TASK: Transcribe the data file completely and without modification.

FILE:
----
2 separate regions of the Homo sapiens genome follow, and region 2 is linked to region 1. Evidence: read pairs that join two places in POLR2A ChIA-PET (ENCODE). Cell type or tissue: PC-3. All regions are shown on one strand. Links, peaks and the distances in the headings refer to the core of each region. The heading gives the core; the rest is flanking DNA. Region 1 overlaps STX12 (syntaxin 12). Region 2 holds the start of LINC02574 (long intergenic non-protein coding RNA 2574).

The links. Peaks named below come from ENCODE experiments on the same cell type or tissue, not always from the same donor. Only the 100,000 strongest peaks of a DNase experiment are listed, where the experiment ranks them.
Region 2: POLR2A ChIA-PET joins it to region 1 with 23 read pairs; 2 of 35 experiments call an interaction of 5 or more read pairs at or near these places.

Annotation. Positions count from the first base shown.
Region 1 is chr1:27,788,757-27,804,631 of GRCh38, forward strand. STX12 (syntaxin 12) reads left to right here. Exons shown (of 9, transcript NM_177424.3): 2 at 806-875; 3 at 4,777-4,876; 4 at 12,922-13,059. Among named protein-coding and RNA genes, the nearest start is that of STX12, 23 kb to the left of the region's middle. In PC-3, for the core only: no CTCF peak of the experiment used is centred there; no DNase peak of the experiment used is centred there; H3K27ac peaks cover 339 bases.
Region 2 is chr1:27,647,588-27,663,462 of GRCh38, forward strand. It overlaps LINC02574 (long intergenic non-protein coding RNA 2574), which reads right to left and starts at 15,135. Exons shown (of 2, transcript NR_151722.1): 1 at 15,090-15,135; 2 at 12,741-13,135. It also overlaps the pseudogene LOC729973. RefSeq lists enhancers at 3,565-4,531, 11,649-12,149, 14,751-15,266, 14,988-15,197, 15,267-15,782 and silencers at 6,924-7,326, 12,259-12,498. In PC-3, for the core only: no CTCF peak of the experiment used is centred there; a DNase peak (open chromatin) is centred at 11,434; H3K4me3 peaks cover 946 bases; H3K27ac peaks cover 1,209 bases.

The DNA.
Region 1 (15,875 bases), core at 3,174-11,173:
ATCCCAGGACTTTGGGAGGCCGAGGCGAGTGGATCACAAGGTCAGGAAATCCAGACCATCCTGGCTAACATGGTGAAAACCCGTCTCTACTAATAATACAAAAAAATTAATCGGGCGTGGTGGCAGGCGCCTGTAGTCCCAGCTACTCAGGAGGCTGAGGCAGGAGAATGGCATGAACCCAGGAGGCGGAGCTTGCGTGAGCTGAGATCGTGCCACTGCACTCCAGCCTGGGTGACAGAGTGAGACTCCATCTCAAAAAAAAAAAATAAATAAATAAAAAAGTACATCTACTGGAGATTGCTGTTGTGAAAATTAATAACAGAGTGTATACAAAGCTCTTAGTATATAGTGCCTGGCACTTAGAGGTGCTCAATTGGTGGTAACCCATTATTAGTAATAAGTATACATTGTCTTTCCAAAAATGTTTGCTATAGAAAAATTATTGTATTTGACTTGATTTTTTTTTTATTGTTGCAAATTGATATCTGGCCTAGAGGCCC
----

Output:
2 separate regions of the Homo sapiens genome follow, and region 2 is linked to region 1. Evidence: read pairs that join two places in POLR2A ChIA-PET (ENCODE). Cell type or tissue: PC-3. All regions are shown on one strand. Links, peaks and the distances in the headings refer to the core of each region. The heading gives the core; the rest is flanking DNA. Region 1 overlaps STX12 (syntaxin 12). Region 2 holds the start of LINC02574 (long intergenic non-protein coding RNA 2574).

The links. Peaks named below come from ENCODE experiments on the same cell type or tissue, not always from the same donor. Only the 100,000 strongest peaks of a DNase experiment are listed, where the experiment ranks them.
Region 2: POLR2A ChIA-PET joins it to region 1 with 23 read pairs; 2 of 35 experiments call an interaction of 5 or more read pairs at or near these places.

Annotation. Positions count from the first base shown.
Region 1 is chr1:27,788,757-27,804,631 of GRCh38, forward strand. STX12 (syntaxin 12) reads left to right here. Exons shown (of 9, transcript NM_177424.3): 2 at 806-875; 3 at 4,777-4,876; 4 at 12,922-13,059. Among named protein-coding and RNA genes, the nearest start is that of STX12, 23 kb to the left of the region's middle. In PC-3, for the core only: no CTCF peak of the experiment used is centred there; no DNase peak of the experiment used is centred there; H3K27ac peaks cover 339 bases.
Region 2 is chr1:27,647,588-27,663,462 of GRCh38, forward strand. It overlaps LINC02574 (long intergenic non-protein coding RNA 2574), which reads right to left and starts at 15,135. Exons shown (of 2, transcript NR_151722.1): 1 at 15,090-15,135; 2 at 12,741-13,135. It also overlaps the pseudogene LOC729973. RefSeq lists enhancers at 3,565-4,531, 11,649-12,149, 14,751-15,266, 14,988-15,197, 15,267-15,782 and silencers at 6,924-7,326, 12,259-12,498. In PC-3, for the core only: no CTCF peak of the experiment used is centred there; a DNase peak (open chromatin) is centred at 11,434; H3K4me3 peaks cover 946 bases; H3K27ac peaks cover 1,209 bases.

The DNA.
Region 1 (15,875 bases), core at 3,174-11,173:
ATCCCAGGACTTTGGGAGGCCGAGGCGAGTGGATCACAAGGTCAGGAAATCCAGACCATCCTGGCTAACATGGTGAAAACCCGTCTCTACTAATAATACAAAAAAATTAATCGGGCGTGGTGGCAGGCGCCTGTAGTCCCAGCTACTCAGGAGGCTGAGGCAGGAGAATGGCATGAACCCAGGAGGCGGAGCTTGCGTGAGCTGAGATCGTGCCACTGCACTCCAGCCTGGGTGACAGAGTGAGACTCCATCTCAAAAAAAAAAAATAAATAAATAAAAAAGTACATCTACTGGAGATTGCTGTTGTGAAAATTAATAACAGAGTGTATACAAAGCTCTTAGTATATAGTGCCTGGCACTTAGAGGTGCTCAATTGGTGGTAACCCATTATTAGTAATAAGTATACATTGTCTTTCCAAAAATGTTTGCTATAGAAAAATTATTGTATTTGACTTGATTTTTTTTTTATTGTTGCAAATTGATATCTGGCCTAGAGGCCC